honored as one of the eight outlawed by 
New York in 1774, and who was one of the 
recognized leaders in the "beech seal" days, 
came from Coleraine, Mass., to Bennington 
about 1768, but soon moved to Rupert. He 
was a captain among the Green Mountain 
Boys before the Revolution, and after the 
\\'estminster massacre, appeared within 
forty-eight hours at the head of forty men to 
fight the cause of the people against the 
"Court party." With a file of twenty-five he 
assisted in conveying the prisoners taken 
the next day to the jail at Northampton. 
He was a captain in the Ticonderoga ex- 
pedition in the May following, and assisted 
^^'arner in the capture of Crown Point. He 
afterwards joined Colonel Elmore's regi- 
ment, where he held a commision as cap- 
tain until July 29, '76, when he was pro- 
moted to be major by resolution of Con- 
gress. The next October we find him on 
the frontier in Tryon County, N. Y., com- 
manding at Fort Dayton. He served with 
reputation in the '77 campaign, probably on 
Gates' staff. He certainlv bore dispatches 
from the general to the committee of safety 
on the Grants. The next year he had an 
adventurous trip to Canada, where he was 
sent to obtain information of the military 
situation, and narrowly escaped arrest and 
execution as a spy. .\ large reward was 
offered for his capture, and he was taken ill 
w'hile hiding in a brush-heap from his pur- 
suers. Hunger and disease at length com- 
pelled him to venture to approach a log 
cabin, where he heard three men conversing 
about the reward and planning his capture. 
When the men left he crawled into the pres- 
ence of the woman of the house, frankly 
told her his name and plight, and threw 
himself on her mercy. She gave him food 
and a bed, and kept him hid in the house 
until the men had returned and left again. 

and then directed him to a place of conceal- 
ment a little oft, and she stealthil)' fed and 
nursed him there until he was able to travel, 
knowing all the time how much money it 
would be worth to her to betray him. 
Years afterward he met her and rewarded 
her generously for her womanly ministration. 

In September, 1778, Cochran was in com- 
mand of Fort Schuyler and did active and 
efficient work on the frontier. In 1780 he 
was promoted to a lieutenant-colonelcy. He 
came out of the war like most of the heroes 
who had fought through it, deeply in debt, and 
Sparks, in his life of Baron Steuben, gives a 
pathetic account of Cochran's distress, as he 
viewed the circuiiistances in which his ser-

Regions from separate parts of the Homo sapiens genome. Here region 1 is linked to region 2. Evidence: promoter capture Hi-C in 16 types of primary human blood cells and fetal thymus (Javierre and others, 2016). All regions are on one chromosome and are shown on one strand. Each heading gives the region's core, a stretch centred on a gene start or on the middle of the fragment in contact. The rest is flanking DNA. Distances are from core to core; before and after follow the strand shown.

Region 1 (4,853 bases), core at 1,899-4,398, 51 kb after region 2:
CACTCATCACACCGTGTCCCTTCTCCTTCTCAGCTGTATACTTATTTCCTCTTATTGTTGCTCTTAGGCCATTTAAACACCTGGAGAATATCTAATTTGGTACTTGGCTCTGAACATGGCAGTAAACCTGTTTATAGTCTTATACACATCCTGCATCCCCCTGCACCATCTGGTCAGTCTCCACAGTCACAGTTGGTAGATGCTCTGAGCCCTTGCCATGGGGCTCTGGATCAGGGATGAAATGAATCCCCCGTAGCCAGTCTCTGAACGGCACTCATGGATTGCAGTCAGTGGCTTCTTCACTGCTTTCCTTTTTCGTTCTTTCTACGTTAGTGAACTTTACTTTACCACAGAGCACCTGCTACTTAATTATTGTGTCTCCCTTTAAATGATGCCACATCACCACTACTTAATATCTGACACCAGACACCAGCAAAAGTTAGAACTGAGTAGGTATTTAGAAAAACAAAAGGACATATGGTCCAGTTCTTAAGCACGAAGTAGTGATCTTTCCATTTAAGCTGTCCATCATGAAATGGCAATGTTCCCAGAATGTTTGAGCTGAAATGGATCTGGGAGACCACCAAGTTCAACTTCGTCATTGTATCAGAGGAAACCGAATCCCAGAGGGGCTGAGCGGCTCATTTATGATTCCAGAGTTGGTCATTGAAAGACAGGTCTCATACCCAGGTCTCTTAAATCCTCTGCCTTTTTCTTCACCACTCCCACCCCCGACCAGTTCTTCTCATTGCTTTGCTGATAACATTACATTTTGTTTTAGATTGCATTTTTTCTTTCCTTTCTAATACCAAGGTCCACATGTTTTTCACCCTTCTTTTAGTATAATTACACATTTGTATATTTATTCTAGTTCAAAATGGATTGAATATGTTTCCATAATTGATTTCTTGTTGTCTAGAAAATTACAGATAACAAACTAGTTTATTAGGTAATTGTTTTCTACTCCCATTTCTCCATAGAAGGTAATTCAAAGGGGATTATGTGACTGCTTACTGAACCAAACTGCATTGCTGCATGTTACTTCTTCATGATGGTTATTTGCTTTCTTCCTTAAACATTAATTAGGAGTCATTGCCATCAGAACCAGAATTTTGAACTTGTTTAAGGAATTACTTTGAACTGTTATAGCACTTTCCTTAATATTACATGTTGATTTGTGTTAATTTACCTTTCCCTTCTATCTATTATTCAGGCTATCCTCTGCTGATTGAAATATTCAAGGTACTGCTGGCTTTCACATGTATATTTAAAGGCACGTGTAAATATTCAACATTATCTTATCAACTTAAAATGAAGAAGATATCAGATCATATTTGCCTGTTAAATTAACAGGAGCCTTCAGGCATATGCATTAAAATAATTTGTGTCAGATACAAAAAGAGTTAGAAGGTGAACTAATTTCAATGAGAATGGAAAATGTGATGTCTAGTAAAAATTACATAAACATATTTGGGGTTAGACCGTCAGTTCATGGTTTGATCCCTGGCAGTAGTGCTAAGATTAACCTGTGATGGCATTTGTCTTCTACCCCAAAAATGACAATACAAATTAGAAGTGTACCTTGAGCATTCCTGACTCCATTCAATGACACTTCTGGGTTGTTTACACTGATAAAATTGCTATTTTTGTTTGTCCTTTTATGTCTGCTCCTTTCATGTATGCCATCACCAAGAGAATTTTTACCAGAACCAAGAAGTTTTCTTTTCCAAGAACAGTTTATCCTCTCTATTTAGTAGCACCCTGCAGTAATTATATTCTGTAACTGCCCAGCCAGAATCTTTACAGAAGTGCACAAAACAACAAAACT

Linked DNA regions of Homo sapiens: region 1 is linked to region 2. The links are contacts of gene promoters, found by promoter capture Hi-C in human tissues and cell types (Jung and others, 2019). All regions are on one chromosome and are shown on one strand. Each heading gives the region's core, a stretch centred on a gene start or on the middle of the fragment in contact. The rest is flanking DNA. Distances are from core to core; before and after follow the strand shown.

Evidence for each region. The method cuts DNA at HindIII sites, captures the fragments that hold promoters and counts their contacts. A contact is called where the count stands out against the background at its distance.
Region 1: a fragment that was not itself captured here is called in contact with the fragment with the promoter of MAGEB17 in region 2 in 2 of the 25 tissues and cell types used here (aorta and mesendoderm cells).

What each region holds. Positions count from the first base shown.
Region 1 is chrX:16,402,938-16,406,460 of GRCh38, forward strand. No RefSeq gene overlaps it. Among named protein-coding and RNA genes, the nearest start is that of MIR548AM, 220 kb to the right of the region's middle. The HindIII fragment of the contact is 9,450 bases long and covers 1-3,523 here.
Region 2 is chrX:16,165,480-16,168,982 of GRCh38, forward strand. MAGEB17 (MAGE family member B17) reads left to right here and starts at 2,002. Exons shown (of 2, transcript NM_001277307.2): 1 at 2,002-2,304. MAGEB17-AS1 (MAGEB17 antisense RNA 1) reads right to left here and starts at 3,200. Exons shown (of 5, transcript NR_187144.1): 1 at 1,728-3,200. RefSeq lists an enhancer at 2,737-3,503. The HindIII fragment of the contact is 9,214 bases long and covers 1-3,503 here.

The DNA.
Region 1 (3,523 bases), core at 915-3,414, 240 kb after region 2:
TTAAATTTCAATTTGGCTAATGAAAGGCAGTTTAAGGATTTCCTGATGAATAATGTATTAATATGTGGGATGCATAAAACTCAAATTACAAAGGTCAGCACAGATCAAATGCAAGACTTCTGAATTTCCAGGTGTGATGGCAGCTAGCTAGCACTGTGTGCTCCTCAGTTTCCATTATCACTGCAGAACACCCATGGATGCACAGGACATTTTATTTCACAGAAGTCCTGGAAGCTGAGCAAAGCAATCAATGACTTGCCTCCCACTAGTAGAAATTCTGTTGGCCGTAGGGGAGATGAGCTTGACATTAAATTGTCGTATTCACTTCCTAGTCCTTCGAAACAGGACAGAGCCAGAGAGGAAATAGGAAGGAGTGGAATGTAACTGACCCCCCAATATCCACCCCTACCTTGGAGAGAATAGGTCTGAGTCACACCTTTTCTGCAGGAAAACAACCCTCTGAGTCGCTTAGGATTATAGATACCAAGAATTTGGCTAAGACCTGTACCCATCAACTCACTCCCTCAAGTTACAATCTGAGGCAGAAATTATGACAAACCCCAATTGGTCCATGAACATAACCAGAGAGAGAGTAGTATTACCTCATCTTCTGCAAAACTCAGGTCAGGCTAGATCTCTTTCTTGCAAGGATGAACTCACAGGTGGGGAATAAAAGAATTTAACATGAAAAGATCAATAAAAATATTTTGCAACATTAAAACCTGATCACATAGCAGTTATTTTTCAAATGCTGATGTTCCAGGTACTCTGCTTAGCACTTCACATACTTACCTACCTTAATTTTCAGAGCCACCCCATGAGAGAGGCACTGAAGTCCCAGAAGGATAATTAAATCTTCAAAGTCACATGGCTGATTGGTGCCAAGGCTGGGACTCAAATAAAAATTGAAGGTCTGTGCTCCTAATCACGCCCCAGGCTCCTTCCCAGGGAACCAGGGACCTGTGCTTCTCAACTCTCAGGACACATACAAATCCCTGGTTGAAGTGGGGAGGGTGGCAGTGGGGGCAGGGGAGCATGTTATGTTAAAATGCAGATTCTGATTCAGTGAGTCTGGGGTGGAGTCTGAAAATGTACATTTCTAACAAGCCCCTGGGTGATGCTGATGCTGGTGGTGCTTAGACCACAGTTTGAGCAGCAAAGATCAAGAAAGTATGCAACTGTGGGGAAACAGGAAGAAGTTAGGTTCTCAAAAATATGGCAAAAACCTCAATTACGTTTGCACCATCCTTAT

vices to his country had left him and the 
empty-handedness with which he must go to 
the wife and children who were awaiting him 
in the garret of a wretched tavern. It is a 
scene to which, for the credit of human nature, 
attention cannot be too often directed, show- 
ing what man with all his littleness and im- 
perfections is capable of doing and sacrific- 
ing for an idea. 

Later years, howe\er, brought deserved 
prosperity to Cochran. He lived after the 
war at Ticonderoga and Sandy Hook, N. V., 
dying at the latter place July 3, 1812, at the 
age of seventy-three, and being buried near 
Fort Edward. 

ALLEN, HEMAN. — The eldest of the 
Allen brothers, and a most capable man of 
affairs, as he proved himself before his early 
death, at the age of thirty-eight, was born at 
Cornwall, Conn., Oct. 15, 1740. He was 
only fifteen years old when his father died 
and he soon had to take the care of his 
widowed mother and the younger children. 
He was a merchant at Salisbury at the out- 
break of the Revolution, and probably his 
legal residence was there though he was 
prominent in Vermont affairs, a delegate 
from Rutland to the convention in January, 
1777, that declared independence, and from 
Colchester to the Windsor convention that 
framed the constitution, an agent of the 
Dorset convention in January, 1776, to pre- 
sent their petition to Congress to he allowed 
to serve in the common cause under officers 
to be named by Congress, and the minutes 
of the council of safety showed that he re- 
ported on the mission July 24, 1776. His 
name in fact appears on the record of all 
the conventions, except two, from July, 1 775, 
to July, 1777, and in two he was delegate at 
large or adviser and counselor, once with 
Seth Warner. He served on the most im- 
portant committees, as of that to fix the basis 
of representation of the towns in January, 
1776, and that to treat with the inhabitants 
of the eastern part of the state in July of 
that year. He represented Middlebury once.